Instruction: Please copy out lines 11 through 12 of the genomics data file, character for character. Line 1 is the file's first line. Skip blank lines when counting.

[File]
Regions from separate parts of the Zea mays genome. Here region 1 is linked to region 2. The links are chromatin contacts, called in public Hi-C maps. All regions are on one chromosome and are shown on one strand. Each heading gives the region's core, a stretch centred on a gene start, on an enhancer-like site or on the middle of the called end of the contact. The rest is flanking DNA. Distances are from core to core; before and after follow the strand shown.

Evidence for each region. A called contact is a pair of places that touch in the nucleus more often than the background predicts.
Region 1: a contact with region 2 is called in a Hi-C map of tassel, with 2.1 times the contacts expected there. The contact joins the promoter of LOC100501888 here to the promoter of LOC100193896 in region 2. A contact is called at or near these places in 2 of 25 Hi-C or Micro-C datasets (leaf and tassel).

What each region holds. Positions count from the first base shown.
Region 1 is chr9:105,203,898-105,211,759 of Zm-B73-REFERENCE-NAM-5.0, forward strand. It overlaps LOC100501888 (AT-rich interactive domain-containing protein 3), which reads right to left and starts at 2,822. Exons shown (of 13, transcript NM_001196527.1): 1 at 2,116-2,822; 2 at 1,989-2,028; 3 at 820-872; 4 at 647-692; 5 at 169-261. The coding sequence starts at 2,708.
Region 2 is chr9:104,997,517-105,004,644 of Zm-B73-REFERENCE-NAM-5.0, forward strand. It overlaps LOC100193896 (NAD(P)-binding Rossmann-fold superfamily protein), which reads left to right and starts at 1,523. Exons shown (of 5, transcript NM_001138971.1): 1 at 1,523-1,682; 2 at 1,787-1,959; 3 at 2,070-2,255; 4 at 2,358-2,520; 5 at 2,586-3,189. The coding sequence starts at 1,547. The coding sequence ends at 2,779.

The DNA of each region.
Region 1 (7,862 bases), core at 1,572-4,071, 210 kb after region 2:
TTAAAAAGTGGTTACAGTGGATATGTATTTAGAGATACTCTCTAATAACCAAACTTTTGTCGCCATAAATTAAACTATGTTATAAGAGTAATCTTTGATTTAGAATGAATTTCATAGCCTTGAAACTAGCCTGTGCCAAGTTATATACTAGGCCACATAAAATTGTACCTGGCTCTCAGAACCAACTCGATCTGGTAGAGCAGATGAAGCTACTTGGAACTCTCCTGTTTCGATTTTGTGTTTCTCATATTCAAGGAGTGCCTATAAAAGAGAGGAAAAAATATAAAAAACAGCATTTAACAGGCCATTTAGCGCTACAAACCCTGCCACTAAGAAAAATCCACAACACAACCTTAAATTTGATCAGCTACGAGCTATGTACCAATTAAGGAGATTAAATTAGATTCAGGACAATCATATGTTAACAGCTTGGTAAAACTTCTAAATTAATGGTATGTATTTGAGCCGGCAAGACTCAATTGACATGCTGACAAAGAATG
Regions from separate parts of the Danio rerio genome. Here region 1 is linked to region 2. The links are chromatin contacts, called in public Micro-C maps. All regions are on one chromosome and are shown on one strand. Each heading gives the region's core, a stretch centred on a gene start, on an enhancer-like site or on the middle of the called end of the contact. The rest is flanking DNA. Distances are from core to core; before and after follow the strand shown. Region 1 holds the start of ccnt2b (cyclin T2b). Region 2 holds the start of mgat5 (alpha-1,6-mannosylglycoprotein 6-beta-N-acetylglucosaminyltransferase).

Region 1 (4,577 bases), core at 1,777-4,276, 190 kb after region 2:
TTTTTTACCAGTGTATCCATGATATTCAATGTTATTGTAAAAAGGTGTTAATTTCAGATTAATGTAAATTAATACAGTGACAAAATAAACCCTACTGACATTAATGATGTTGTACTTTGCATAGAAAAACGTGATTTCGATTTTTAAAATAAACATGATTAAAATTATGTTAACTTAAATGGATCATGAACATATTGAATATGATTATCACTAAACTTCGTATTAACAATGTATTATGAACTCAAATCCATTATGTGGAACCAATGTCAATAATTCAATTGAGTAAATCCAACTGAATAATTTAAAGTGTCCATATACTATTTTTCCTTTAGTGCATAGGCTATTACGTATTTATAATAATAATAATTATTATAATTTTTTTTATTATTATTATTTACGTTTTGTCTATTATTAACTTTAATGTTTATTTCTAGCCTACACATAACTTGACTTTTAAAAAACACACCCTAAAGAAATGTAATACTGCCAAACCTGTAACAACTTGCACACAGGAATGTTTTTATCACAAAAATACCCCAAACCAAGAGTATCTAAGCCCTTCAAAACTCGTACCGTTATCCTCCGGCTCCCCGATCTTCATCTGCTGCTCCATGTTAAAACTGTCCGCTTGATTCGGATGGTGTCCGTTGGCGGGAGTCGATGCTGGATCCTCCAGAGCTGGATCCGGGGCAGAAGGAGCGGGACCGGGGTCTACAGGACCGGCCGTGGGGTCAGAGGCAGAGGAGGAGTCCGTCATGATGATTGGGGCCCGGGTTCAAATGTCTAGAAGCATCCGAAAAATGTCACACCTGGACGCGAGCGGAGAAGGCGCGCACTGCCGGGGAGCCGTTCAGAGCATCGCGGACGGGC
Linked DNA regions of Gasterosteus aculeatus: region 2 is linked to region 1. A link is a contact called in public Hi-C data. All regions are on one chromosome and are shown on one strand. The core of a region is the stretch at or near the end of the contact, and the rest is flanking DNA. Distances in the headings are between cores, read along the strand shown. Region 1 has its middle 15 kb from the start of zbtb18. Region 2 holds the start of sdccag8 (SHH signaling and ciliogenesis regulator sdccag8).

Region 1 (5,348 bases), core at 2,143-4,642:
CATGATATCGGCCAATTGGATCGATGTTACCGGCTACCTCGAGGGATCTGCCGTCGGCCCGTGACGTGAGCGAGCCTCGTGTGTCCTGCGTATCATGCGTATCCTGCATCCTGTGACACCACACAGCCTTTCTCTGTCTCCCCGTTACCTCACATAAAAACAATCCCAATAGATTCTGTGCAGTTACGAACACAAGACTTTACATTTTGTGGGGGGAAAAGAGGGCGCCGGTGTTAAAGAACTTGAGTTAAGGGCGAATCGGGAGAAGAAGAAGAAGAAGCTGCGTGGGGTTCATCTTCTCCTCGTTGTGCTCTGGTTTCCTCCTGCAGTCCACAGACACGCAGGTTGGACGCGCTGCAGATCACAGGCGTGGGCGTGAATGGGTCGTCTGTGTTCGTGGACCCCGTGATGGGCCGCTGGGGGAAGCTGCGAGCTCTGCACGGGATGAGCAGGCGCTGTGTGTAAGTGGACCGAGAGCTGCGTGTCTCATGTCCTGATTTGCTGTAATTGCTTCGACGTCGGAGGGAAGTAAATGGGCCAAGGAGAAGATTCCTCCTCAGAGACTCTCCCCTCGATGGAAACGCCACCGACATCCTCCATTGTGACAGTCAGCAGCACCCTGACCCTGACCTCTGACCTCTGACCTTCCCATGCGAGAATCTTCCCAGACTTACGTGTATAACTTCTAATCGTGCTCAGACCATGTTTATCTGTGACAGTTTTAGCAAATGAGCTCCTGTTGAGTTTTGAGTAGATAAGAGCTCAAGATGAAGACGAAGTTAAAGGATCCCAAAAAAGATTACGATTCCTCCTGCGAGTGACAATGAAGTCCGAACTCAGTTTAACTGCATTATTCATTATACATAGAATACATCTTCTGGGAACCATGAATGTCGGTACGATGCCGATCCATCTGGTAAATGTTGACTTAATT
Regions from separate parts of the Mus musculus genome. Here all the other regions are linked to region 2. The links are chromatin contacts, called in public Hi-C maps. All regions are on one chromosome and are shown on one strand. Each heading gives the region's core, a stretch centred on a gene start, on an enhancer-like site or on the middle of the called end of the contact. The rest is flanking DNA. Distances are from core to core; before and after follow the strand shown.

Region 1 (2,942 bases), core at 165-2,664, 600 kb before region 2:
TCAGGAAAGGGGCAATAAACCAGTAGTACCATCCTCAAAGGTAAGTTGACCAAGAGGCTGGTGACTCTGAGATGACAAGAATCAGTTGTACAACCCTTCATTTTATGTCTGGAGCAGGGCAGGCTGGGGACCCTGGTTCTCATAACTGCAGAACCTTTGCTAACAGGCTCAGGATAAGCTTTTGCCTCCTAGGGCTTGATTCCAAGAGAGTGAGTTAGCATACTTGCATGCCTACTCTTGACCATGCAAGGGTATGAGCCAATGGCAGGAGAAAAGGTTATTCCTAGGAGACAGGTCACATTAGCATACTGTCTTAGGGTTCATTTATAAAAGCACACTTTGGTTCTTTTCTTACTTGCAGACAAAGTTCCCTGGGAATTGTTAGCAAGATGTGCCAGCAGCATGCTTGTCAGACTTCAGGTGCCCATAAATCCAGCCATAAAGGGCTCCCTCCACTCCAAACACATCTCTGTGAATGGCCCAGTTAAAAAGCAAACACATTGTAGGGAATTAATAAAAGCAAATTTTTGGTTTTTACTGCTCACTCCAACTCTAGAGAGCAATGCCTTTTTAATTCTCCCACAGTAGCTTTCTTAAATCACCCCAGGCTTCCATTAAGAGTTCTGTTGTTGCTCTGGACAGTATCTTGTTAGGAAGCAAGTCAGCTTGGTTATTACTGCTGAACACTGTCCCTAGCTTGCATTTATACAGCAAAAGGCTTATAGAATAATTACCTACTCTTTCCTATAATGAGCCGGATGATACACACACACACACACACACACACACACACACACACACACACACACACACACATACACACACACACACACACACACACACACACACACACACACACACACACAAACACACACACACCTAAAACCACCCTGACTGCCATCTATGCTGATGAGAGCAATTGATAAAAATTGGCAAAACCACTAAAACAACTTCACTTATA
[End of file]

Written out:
Region 1 (4,577 bases), core at 1,777-4,276, 190 kb after region 2:
TTTTTTACCAGTGTATCCATGATATTCAATGTTATTGTAAAAAGGTGTTAATTTCAGATTAATGTAAATTAATACAGTGACAAAATAAACCCTACTGACATTAATGATGTTGTACTTTGCATAGAAAAACGTGATTTCGATTTTTAAAATAAACATGATTAAAATTATGTTAACTTAAATGGATCATGAACATATTGAATATGATTATCACTAAACTTCGTATTAACAATGTATTATGAACTCAAATCCATTATGTGGAACCAATGTCAATAATTCAATTGAGTAAATCCAACTGAATAATTTAAAGTGTCCATATACTATTTTTCCTTTAGTGCATAGGCTATTACGTATTTATAATAATAATAATTATTATAATTTTTTTTATTATTATTATTTACGTTTTGTCTATTATTAACTTTAATGTTTATTTCTAGCCTACACATAACTTGACTTTTAAAAAACACACCCTAAAGAAATGTAATACTGCCAAACCTGTAACAACTTGCACACAGGAATGTTTTTATCACAAAAATACCCCAAACCAAGAGTATCTAAGCCCTTCAAAACTCGTACCGTTATCCTCCGGCTCCCCGATCTTCATCTGCTGCTCCATGTTAAAACTGTCCGCTTGATTCGGATGGTGTCCGTTGGCGGGAGTCGATGCTGGATCCTCCAGAGCTGGATCCGGGGCAGAAGGAGCGGGACCGGGGTCTACAGGACCGGCCGTGGGGTCAGAGGCAGAGGAGGAGTCCGTCATGATGATTGGGGCCCGGGTTCAAATGTCTAGAAGCATCCGAAAAATGTCACACCTGGACGCGAGCGGAGAAGGCGCGCACTGCCGGGGAGCCGTTCAGAGCATCGCGGACGGGC